David Perry Davis, a Pennington solo and family law practitioner who helped draft A-3909, called it “nonsense” to suggest the bill takes a one-size fits all approach, given the multiple grounds for deviating from the standard award. He suggested that a concern for billable hours underlies the opposition from the bar, contrasting its stance with the strong public support for getting rid of permanent alimony found in a recent Eagleton Institute poll.
In an interview, he said that child support guidelines have worked well and the “bar association won’t admit that the system is broken,” adding there are lawyers who agree with him but don’t want to stand up to the group.
Another lawyer who spoke in support of A-3909 was Karl Piirimae, who does real estate development law at Windels Marx Lane & Mittendorf in New Brunswick. He became involved in the effort based on his own divorce experience, saying it took seven years and hundreds of thousands of dollars to end his eight-year marriage.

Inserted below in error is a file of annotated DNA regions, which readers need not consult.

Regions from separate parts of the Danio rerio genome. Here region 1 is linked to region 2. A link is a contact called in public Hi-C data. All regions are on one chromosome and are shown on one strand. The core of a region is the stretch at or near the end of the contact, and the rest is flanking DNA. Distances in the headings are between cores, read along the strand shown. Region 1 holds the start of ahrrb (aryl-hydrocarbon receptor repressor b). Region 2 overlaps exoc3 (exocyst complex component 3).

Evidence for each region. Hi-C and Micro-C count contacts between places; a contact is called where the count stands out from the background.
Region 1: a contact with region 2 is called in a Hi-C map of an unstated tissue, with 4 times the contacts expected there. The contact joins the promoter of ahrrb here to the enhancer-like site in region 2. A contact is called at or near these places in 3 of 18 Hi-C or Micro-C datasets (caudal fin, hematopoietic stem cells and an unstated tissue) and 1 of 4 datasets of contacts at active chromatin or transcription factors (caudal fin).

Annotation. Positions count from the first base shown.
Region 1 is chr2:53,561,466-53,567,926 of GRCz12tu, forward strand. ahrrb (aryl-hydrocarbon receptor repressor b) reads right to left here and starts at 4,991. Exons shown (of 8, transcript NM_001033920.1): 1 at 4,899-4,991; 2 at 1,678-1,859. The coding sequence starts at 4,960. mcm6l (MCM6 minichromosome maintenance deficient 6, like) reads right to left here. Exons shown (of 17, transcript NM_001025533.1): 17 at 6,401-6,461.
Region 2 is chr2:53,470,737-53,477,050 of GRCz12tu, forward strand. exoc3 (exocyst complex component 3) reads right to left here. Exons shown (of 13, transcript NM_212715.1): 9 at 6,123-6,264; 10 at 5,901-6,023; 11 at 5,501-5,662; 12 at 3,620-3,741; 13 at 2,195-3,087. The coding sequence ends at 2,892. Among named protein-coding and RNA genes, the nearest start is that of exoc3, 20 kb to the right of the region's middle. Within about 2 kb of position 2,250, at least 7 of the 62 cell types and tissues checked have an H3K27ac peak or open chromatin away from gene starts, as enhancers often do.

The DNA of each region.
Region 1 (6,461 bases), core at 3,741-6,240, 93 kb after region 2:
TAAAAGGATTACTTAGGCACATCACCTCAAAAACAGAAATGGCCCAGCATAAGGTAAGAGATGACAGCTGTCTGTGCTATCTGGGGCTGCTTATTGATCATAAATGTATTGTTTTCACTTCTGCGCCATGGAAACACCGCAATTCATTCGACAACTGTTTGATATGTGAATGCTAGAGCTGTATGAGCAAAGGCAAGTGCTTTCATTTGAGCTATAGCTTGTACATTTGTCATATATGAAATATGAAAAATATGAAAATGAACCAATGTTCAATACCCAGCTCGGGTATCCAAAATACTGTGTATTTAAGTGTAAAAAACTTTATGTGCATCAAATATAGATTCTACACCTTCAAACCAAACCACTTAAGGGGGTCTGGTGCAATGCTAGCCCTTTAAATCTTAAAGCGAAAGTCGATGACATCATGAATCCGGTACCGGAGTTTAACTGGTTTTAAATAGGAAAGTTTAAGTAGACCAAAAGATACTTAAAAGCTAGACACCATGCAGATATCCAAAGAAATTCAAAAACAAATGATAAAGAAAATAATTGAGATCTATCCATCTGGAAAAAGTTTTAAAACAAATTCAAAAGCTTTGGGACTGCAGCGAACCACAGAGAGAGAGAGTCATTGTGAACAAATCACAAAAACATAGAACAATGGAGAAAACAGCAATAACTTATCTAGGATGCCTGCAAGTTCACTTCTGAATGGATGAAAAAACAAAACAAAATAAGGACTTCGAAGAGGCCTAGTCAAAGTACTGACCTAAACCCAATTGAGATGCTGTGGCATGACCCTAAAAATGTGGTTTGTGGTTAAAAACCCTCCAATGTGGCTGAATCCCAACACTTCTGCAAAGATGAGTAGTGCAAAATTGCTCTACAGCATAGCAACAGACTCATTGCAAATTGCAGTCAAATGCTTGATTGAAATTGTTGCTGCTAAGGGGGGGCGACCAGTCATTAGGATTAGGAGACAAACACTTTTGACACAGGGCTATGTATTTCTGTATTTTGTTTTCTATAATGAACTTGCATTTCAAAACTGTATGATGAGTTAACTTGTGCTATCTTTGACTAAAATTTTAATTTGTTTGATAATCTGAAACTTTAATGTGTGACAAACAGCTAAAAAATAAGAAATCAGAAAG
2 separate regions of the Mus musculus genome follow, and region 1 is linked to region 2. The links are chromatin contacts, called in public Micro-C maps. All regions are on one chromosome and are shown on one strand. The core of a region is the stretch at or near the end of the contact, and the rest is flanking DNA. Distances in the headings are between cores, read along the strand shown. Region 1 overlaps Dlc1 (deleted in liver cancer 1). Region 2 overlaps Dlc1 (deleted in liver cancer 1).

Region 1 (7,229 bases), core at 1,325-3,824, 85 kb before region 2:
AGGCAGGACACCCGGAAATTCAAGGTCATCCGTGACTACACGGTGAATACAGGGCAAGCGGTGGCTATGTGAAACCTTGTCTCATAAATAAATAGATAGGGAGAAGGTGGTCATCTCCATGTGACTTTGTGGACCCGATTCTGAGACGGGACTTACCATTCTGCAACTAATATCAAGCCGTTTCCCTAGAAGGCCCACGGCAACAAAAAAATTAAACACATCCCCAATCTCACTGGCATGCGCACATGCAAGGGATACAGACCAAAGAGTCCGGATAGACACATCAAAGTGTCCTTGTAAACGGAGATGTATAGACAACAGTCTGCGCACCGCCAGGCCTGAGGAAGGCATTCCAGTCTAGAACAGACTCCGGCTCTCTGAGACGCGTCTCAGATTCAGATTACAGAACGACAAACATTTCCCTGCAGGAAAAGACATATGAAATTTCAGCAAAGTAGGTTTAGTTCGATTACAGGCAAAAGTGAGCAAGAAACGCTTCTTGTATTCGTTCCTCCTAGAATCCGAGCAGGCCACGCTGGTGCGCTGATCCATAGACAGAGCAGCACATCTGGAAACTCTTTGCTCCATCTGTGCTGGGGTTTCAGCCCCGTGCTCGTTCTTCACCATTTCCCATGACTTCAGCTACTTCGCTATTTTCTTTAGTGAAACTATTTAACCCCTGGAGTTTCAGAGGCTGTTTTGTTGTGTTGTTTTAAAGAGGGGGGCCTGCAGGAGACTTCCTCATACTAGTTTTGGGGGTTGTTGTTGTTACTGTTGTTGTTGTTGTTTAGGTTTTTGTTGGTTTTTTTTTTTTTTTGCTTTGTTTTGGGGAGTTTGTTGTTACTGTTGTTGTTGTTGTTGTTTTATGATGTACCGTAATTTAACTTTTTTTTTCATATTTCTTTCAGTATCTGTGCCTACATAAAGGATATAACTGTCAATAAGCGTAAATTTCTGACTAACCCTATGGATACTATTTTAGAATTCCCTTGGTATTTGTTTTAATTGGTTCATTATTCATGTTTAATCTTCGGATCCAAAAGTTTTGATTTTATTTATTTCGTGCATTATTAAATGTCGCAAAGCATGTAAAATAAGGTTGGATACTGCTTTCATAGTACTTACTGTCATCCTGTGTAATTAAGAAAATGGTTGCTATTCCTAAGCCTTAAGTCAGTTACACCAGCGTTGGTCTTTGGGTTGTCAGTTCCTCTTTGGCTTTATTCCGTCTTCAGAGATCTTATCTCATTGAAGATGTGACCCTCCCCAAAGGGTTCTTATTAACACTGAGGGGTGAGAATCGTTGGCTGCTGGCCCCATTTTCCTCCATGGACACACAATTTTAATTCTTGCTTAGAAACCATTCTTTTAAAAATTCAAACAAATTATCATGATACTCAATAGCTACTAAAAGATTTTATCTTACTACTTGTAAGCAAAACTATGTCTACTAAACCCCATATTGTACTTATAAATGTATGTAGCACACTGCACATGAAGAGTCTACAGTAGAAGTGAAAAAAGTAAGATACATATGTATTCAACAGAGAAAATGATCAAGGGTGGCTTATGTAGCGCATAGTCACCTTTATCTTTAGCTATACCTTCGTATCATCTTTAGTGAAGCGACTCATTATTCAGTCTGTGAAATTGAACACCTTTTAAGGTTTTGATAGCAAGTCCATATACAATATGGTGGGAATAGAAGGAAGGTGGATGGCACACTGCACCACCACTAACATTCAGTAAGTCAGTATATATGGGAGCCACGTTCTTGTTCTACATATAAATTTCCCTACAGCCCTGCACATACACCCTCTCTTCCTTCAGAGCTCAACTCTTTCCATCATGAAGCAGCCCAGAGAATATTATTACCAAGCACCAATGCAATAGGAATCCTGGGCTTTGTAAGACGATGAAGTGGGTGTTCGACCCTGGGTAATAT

Citing statistics that judges decide alimony in fewer than 1 percent of cases, he questioned why guidelines should not be available to help those in the other 99 percent agree on a sum.
Piirimae said a revised and soon-to-be-filed version of A-3909 incorporates parts of A-4525; eliminates maintaining the marital standard of living as a factor in alimony; and exempts incomes of $370,000 and above from the guidelines, conceding they don’t work well when applied to “ultra-high-wage earners.”
Several who spoke, including Christine Bator of the New Jersey Women Lawyers Association and Francisco Rodriguez, president of the New Jersey Association for Justice, supported forming a commission to study the issue first.
Such a commission would have been created by AJR-32/36, which passed the Assembly in June 2012 but stalled in the Senate Judiciary Committee. ■